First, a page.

30 October 2014

About those Canadian values

The shooting spree by Michael Zehaf-Bibeau on Parliament Hill that resulted in the death of soldier Nathan Cirillo has resulted in a rush of rhetoric about a threat to Canadian values. As I commented in a previous post, Zehaf-Bibeau's rampage was no such thing. The idea that an irrational act of violence by a mentally-unbalanced crack addict is some kind of threat to our values is ludicrous. As has been remarked by others, this event represents less a terrorist issue than a mental health issue.

An interesting take on Canadian values does emerge from the aftermath of the rampage. The death of Cirillo has been treated with extraordinary pomp and ceremony by our federal government—flags at half-mast across the country, wreaths at the war memorial, the prime minister at the funeral, a hero's commemoration for a man who had in fact done nothing heroic.

The same day as the tragedy in Ottawa, a young woman was found beaten to death on a bike path in Longueuil, Quebec. Understandably her murder received less attention than the excitement in the nation's capital, but why one wonders does her remembrance deserve so little, the soldier's so much?

"Terrorist" murder, if that's what Cirillo's death was, is no threat to Canadian values, but violence against women most certainly is, particularly against aboriginal women. An RCMP report detailed 1,181 cases of missing or murdered aboriginal women since 1980. They are three times more likely to become victims of violence than other Canadian women. All the premiers, the Assembly of First Nations, and the UN’s special rapporteur on indigenous rights have all asked for a national inquiry. The federal government flatly refuses.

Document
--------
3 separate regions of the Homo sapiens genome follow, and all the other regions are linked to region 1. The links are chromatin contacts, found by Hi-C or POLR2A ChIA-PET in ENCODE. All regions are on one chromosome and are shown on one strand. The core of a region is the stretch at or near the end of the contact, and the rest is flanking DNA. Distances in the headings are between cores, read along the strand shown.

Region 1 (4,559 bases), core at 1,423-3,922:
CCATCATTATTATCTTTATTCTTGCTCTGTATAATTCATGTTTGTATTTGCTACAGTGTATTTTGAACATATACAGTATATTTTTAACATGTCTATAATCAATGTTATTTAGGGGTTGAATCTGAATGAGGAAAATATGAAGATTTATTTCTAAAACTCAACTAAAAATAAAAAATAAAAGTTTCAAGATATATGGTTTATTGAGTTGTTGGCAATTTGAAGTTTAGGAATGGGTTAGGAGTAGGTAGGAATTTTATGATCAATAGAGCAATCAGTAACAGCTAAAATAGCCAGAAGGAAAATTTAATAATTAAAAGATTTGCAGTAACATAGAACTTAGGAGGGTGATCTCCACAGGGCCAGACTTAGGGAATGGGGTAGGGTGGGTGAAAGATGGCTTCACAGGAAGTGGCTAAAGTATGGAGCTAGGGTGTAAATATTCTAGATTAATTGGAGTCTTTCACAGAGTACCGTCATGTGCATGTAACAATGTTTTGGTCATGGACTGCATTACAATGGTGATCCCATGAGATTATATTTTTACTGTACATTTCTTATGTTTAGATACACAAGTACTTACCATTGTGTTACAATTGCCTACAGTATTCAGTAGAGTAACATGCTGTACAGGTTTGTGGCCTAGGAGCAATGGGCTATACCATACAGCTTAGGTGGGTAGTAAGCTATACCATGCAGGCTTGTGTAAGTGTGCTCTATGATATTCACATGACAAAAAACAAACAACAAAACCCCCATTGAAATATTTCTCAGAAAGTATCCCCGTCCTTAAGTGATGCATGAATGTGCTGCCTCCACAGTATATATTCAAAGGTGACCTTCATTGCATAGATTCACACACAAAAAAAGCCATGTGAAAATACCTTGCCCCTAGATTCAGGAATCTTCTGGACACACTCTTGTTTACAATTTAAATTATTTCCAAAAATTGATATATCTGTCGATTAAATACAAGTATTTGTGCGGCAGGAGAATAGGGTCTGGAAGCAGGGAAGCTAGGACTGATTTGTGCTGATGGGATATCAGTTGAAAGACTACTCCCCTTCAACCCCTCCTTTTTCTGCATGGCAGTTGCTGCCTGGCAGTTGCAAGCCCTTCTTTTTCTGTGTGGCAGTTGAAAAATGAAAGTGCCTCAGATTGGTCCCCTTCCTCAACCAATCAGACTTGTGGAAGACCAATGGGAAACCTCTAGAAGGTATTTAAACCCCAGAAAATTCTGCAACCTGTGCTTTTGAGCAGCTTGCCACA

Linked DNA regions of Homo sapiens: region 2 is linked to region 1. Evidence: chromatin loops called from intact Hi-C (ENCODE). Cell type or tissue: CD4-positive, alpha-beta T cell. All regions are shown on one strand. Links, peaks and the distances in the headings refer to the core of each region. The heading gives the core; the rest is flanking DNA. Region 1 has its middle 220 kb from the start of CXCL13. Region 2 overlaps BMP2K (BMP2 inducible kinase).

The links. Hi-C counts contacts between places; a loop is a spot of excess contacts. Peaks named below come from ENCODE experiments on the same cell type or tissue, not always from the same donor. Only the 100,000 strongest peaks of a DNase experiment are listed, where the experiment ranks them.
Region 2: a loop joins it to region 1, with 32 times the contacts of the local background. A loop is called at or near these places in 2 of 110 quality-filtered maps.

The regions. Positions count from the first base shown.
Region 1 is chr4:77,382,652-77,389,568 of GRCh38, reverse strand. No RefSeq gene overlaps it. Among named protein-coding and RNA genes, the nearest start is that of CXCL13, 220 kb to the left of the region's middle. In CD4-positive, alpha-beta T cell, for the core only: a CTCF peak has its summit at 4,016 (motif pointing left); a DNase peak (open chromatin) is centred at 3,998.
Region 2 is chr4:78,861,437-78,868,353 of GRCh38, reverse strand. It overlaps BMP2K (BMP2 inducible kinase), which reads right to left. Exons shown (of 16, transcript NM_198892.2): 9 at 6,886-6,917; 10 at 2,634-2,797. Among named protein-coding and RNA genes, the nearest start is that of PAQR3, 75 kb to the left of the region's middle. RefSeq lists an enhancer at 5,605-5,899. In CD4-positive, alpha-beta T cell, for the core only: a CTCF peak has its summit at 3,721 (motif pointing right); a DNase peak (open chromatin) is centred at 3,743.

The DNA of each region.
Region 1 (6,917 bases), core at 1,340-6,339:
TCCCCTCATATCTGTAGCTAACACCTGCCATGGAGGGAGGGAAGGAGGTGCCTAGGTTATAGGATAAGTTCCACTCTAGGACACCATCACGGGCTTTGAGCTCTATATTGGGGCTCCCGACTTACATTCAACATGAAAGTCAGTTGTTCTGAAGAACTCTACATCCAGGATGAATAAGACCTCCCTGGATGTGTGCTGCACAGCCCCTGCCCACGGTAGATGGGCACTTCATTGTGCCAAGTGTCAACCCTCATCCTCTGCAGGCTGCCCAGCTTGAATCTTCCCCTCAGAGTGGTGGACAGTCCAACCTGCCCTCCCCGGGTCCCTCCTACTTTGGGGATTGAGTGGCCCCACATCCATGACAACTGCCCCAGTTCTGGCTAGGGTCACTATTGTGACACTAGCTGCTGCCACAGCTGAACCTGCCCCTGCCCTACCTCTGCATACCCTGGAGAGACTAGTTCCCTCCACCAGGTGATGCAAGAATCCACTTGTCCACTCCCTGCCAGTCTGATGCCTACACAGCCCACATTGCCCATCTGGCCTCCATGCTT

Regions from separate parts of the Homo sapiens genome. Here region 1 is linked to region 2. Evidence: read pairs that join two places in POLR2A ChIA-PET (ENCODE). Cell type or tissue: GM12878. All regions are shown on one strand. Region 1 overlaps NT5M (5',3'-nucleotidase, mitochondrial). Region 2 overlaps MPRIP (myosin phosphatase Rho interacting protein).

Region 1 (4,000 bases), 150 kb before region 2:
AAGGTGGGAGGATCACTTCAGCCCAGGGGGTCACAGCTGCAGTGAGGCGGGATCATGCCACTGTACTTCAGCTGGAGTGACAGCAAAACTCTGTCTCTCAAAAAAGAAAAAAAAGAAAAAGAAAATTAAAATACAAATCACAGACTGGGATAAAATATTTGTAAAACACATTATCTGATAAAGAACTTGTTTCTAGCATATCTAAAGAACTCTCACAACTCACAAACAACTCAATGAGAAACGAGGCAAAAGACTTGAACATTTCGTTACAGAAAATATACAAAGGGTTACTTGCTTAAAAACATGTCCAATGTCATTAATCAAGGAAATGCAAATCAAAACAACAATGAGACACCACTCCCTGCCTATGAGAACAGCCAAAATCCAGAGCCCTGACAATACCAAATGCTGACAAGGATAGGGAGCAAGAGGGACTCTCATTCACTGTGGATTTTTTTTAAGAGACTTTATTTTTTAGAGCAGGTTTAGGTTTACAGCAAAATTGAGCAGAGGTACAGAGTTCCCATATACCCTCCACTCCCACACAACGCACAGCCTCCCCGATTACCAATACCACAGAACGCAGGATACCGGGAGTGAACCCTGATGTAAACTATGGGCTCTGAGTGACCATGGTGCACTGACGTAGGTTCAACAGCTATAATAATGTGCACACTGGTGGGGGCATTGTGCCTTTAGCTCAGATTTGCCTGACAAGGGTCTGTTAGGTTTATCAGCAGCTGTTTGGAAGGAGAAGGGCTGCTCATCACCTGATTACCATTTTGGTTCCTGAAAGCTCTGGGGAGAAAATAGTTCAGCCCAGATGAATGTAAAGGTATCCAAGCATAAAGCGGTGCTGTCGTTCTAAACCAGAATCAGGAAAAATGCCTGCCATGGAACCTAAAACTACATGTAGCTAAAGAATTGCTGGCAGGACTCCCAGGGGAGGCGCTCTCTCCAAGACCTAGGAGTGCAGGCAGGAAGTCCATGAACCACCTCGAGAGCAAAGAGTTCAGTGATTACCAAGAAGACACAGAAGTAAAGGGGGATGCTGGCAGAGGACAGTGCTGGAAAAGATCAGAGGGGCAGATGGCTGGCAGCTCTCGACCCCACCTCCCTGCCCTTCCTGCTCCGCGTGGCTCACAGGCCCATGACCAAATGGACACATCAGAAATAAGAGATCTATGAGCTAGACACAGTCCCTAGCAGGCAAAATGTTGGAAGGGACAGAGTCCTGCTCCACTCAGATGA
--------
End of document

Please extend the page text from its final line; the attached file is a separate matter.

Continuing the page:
So, what Canadian values are displayed here? The death of one soldier merits lavish ceremony, but the deaths of hundreds of Native women merit not even an inquiry. A threat to this set of values would be welcome.


  1. A really good article. Thanks for pointing out what should have been obvious to Canadians. The one the MSM bullhorned and the one I liked the best though was "we have lost our innocence." You just popped Harpers terrorist balloon and the whole charade that goes with it.

  2. "So, what Canadian values are displayed here?"

    Is running and hiding in a broom closet at the first sign of trouble a Canadian value? If it is, then that is the answer, eh? LOL

    I suspect whatever mileage Harper had hoped to get from scaring people into believing it was a terrorist act had been more than compromised by the image of him hiding in the closet when the bullets were flying.

    Politics is often more perception than reality. Very hard to reconcile the image of Harper as a strong leader when he runs and hides in the closet leaving his caucus to fend for themselves.

    This image of a coward will hurt him big time, which is why, I suspect, he apologized to his caucus about his vanishing act.